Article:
A well-known celebrity had his conviction for a historic offence of indecent assault quashed where fresh evidence undermined the credibility of one of the key prosecution witnesses. However, the court upheld the offender’s convictions for another 11 counts of indecent assault.
The appellant’s conviction for indecent assault was rendered unsafe by directions of the trial judge which were unduly favourable to the complainant.
A minimum term of 10 years’ imprisonment, equating to a determinate sentence of 20 years, imposed in respect of a life sentence following an offender’s conviction for historical offences of rape and indecent assault, was reduced to six years to reflect the principle of totality of sentence. The offender had previously been sentenced to 12 years’ imprisonment for similar sexual offences committed close in time to the index offences, which effectively equated to a total sentence before reduction of 32 years.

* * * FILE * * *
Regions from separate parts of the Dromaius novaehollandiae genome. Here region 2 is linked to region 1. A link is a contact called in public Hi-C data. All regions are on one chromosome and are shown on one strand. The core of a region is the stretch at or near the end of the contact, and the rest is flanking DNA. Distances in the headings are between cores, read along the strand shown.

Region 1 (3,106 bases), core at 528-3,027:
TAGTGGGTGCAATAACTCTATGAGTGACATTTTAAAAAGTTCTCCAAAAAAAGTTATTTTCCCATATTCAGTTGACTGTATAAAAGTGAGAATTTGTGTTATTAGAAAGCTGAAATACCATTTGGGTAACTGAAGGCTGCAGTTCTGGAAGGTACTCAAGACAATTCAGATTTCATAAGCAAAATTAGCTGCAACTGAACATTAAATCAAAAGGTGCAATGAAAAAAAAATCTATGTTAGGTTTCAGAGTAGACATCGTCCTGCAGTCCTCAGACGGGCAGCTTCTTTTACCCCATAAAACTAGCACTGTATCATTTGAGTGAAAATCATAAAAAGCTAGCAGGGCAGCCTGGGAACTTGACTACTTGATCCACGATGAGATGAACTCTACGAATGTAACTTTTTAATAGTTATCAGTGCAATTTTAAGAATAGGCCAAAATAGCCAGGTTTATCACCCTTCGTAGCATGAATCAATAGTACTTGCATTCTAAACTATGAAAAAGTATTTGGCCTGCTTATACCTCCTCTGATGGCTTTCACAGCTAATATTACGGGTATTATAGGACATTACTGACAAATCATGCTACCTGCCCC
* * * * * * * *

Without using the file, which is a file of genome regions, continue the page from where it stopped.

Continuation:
A 17-year extended sentence imposed on an offender who had grossly abused his position of trust as deputy principal of a children’s home in subjecting young boys in his care to repeated sexual abuse was unduly lenient. Given the scale and frequency of the offending, which was akin to a campaign of rape, an extended sentence of 22 years was appropriate.
In a trial relating to historic offences of indecent assault, the judge had rightly allowed a witness, who had witnessed the alleged offences, to give evidence that she has also been inappropriately sexually touched by the appellant. The judge correctly directed the jury that her evidence did not go to propensity, but that it was potentially relevant to an important matter in issue.